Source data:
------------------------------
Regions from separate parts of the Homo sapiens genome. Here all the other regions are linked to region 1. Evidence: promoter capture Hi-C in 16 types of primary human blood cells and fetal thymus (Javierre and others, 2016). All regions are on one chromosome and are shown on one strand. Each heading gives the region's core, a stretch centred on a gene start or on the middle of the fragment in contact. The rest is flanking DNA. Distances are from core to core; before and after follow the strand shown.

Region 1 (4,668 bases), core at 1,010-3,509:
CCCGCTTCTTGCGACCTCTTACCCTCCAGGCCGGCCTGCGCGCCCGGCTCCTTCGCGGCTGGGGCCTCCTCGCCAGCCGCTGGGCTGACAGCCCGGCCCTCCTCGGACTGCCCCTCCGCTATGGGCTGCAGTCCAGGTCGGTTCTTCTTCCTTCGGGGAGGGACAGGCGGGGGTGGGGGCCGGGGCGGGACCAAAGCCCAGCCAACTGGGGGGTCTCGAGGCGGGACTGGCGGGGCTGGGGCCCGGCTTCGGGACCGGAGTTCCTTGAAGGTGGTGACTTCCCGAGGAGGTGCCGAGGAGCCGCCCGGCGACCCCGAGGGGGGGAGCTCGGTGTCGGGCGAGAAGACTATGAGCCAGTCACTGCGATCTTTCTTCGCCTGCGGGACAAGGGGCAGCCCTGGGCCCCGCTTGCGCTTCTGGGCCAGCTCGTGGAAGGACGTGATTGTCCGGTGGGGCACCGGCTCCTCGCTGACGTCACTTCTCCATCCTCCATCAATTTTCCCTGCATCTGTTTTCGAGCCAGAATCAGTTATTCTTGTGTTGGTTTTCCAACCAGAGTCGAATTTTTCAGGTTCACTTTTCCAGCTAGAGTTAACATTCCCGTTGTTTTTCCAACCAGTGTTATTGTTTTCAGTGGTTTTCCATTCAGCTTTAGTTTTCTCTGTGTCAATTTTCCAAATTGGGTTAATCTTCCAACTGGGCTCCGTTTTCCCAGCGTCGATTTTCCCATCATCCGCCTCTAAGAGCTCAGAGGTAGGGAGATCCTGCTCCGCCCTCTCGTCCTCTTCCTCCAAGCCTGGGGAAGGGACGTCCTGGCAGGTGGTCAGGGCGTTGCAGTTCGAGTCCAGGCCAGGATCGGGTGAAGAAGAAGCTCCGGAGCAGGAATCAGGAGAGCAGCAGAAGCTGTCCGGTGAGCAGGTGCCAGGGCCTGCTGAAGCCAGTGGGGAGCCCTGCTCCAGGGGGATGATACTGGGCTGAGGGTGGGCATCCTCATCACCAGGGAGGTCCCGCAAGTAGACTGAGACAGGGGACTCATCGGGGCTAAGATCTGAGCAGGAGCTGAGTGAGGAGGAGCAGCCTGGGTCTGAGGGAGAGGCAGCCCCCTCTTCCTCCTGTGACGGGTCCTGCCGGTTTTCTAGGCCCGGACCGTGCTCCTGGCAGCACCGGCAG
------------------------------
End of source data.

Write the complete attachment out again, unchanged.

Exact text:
Regions from separate parts of the Homo sapiens genome. Here all the other regions are linked to region 1. Evidence: promoter capture Hi-C in 16 types of primary human blood cells and fetal thymus (Javierre and others, 2016). All regions are on one chromosome and are shown on one strand. Each heading gives the region's core, a stretch centred on a gene start or on the middle of the fragment in contact. The rest is flanking DNA. Distances are from core to core; before and after follow the strand shown.

Region 1 (4,668 bases), core at 1,010-3,509:
CCCGCTTCTTGCGACCTCTTACCCTCCAGGCCGGCCTGCGCGCCCGGCTCCTTCGCGGCTGGGGCCTCCTCGCCAGCCGCTGGGCTGACAGCCCGGCCCTCCTCGGACTGCCCCTCCGCTATGGGCTGCAGTCCAGGTCGGTTCTTCTTCCTTCGGGGAGGGACAGGCGGGGGTGGGGGCCGGGGCGGGACCAAAGCCCAGCCAACTGGGGGGTCTCGAGGCGGGACTGGCGGGGCTGGGGCCCGGCTTCGGGACCGGAGTTCCTTGAAGGTGGTGACTTCCCGAGGAGGTGCCGAGGAGCCGCCCGGCGACCCCGAGGGGGGGAGCTCGGTGTCGGGCGAGAAGACTATGAGCCAGTCACTGCGATCTTTCTTCGCCTGCGGGACAAGGGGCAGCCCTGGGCCCCGCTTGCGCTTCTGGGCCAGCTCGTGGAAGGACGTGATTGTCCGGTGGGGCACCGGCTCCTCGCTGACGTCACTTCTCCATCCTCCATCAATTTTCCCTGCATCTGTTTTCGAGCCAGAATCAGTTATTCTTGTGTTGGTTTTCCAACCAGAGTCGAATTTTTCAGGTTCACTTTTCCAGCTAGAGTTAACATTCCCGTTGTTTTTCCAACCAGTGTTATTGTTTTCAGTGGTTTTCCATTCAGCTTTAGTTTTCTCTGTGTCAATTTTCCAAATTGGGTTAATCTTCCAACTGGGCTCCGTTTTCCCAGCGTCGATTTTCCCATCATCCGCCTCTAAGAGCTCAGAGGTAGGGAGATCCTGCTCCGCCCTCTCGTCCTCTTCCTCCAAGCCTGGGGAAGGGACGTCCTGGCAGGTGGTCAGGGCGTTGCAGTTCGAGTCCAGGCCAGGATCGGGTGAAGAAGAAGCTCCGGAGCAGGAATCAGGAGAGCAGCAGAAGCTGTCCGGTGAGCAGGTGCCAGGGCCTGCTGAAGCCAGTGGGGAGCCCTGCTCCAGGGGGATGATACTGGGCTGAGGGTGGGCATCCTCATCACCAGGGAGGTCCCGCAAGTAGACTGAGACAGGGGACTCATCGGGGCTAAGATCTGAGCAGGAGCTGAGTGAGGAGGAGCAGCCTGGGTCTGAGGGAGAGGCAGCCCCCTCTTCCTCCTGTGACGGGTCCTGCCGGTTTTCTAGGCCCGGACCGTGCTCCTGGCAGCACCGGCAG